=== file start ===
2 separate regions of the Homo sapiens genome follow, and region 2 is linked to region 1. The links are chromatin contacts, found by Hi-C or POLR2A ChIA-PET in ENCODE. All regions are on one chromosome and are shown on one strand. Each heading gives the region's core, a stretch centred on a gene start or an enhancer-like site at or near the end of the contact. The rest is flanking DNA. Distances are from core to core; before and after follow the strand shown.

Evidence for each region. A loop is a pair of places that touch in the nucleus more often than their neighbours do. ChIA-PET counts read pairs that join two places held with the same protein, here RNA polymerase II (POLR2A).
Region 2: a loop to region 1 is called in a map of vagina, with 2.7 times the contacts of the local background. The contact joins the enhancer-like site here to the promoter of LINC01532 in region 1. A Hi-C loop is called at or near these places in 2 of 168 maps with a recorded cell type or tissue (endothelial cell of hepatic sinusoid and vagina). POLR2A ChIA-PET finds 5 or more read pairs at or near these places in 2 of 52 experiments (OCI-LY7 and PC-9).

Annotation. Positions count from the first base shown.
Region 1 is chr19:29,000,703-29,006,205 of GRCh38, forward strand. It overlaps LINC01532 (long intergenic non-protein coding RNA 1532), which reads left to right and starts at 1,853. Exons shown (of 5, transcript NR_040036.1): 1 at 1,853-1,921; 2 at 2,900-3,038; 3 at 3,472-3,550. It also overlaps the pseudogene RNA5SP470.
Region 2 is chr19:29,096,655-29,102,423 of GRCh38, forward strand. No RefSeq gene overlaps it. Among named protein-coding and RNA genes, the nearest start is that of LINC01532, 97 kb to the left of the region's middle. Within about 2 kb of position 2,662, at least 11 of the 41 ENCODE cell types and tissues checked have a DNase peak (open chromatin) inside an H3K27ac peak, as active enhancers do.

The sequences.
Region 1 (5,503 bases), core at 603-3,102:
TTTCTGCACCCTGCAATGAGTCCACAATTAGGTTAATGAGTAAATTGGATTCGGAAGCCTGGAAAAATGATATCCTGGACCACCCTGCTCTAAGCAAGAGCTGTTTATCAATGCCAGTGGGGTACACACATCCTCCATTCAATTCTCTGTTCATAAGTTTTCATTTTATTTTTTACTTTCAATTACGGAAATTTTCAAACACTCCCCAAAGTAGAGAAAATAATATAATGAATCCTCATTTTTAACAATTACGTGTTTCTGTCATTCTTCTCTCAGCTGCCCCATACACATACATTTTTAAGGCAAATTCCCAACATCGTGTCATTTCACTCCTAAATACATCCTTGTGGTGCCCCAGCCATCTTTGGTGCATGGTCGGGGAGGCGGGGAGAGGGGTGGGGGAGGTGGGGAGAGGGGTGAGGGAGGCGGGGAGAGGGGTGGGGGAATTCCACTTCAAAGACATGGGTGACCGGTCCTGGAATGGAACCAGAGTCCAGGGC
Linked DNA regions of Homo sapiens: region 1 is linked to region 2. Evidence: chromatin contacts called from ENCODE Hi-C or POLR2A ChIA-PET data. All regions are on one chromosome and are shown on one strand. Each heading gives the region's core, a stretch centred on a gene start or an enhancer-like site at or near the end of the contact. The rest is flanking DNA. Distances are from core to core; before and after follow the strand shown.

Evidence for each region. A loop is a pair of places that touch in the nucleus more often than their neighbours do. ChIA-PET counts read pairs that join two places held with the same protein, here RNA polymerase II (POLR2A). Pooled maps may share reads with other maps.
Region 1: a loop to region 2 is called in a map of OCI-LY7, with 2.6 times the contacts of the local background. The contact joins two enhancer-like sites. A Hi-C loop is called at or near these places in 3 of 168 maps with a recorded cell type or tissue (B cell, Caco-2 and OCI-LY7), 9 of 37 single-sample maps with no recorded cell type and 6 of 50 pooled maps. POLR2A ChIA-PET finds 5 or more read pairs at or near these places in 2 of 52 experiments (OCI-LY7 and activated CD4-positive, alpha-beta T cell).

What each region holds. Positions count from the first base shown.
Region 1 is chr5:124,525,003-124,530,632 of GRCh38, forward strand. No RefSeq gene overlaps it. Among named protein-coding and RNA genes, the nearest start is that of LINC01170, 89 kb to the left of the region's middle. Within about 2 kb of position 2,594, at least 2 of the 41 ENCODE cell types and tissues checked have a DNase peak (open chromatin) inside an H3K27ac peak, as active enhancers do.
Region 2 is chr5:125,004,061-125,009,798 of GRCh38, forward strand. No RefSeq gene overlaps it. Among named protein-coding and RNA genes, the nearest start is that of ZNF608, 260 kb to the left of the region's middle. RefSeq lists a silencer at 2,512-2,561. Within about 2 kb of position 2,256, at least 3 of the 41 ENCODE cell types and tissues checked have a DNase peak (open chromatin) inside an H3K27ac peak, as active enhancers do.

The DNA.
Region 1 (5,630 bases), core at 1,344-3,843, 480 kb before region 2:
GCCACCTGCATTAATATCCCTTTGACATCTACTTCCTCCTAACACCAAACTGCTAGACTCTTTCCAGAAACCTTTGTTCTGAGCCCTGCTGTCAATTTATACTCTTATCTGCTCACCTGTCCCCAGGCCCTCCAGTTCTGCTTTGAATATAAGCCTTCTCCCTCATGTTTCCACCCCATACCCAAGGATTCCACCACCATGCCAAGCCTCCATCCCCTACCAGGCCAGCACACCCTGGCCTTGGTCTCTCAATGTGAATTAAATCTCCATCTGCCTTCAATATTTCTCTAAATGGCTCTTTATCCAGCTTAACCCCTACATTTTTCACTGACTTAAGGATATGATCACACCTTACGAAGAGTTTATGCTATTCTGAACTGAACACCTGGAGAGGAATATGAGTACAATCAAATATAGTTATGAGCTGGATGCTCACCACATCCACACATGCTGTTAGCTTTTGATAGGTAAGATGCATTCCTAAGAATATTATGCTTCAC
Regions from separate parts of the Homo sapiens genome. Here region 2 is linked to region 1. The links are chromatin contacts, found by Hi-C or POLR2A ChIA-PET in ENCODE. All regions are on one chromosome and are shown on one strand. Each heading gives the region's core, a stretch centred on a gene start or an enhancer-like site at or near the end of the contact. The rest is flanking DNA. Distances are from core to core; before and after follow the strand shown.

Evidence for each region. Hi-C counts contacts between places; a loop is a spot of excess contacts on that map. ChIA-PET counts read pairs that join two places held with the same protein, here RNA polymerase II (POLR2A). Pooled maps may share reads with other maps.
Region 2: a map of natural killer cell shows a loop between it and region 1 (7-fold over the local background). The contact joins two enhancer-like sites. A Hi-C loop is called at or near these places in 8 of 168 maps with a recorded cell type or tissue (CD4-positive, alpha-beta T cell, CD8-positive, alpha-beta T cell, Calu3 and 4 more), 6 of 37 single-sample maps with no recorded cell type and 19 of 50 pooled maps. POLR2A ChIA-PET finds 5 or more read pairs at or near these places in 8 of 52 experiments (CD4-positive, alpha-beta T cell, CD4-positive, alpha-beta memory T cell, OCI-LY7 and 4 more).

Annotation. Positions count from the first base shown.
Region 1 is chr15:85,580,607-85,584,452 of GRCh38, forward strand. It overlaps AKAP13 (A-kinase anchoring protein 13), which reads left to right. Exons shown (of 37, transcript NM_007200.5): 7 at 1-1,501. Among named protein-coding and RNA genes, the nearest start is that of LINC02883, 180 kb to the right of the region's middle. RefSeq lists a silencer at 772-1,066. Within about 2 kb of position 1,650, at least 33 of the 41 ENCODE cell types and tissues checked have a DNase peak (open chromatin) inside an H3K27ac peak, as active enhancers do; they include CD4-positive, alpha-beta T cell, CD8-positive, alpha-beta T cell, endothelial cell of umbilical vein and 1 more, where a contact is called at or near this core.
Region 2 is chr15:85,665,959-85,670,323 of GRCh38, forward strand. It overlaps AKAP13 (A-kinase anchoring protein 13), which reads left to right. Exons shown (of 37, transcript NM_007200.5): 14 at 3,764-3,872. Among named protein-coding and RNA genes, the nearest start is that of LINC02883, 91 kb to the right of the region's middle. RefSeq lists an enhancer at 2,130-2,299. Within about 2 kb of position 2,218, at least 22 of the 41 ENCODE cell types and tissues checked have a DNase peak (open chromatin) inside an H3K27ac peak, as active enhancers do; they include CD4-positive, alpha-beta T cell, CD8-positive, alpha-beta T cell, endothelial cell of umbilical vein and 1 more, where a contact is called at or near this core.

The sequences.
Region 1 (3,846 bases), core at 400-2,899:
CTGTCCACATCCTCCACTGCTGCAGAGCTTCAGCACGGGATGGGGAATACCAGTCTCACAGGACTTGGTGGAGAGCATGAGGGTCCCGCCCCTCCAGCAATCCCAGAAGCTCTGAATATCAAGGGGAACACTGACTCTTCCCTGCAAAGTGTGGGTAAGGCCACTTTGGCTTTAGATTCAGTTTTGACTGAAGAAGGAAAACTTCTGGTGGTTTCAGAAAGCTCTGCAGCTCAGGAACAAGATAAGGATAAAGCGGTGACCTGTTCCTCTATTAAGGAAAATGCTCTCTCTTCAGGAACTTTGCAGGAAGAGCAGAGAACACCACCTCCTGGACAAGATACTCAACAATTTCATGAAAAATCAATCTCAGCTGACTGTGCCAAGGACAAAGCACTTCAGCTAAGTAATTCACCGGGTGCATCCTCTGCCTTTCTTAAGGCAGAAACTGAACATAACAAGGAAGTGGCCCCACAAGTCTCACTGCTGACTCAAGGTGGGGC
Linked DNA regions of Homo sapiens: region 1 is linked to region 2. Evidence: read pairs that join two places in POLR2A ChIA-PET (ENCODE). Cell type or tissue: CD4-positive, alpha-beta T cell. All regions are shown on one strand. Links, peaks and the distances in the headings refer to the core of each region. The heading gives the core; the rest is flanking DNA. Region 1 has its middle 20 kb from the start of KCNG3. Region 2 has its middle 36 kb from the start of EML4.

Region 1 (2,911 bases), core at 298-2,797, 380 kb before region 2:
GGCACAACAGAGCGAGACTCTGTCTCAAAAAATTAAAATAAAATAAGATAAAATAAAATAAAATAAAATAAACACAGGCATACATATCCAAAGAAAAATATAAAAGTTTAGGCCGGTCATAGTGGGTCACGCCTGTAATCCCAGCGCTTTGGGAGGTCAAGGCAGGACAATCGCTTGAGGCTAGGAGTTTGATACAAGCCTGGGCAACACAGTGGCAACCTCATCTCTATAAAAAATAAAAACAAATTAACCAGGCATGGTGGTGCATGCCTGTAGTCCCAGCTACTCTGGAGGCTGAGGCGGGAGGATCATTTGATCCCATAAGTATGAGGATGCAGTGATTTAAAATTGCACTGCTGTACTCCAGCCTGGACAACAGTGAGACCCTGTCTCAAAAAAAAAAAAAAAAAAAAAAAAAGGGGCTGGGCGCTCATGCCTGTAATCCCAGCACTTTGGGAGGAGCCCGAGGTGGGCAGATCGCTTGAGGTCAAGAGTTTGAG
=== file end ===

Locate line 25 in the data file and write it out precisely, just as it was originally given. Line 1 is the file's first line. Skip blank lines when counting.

The sequences.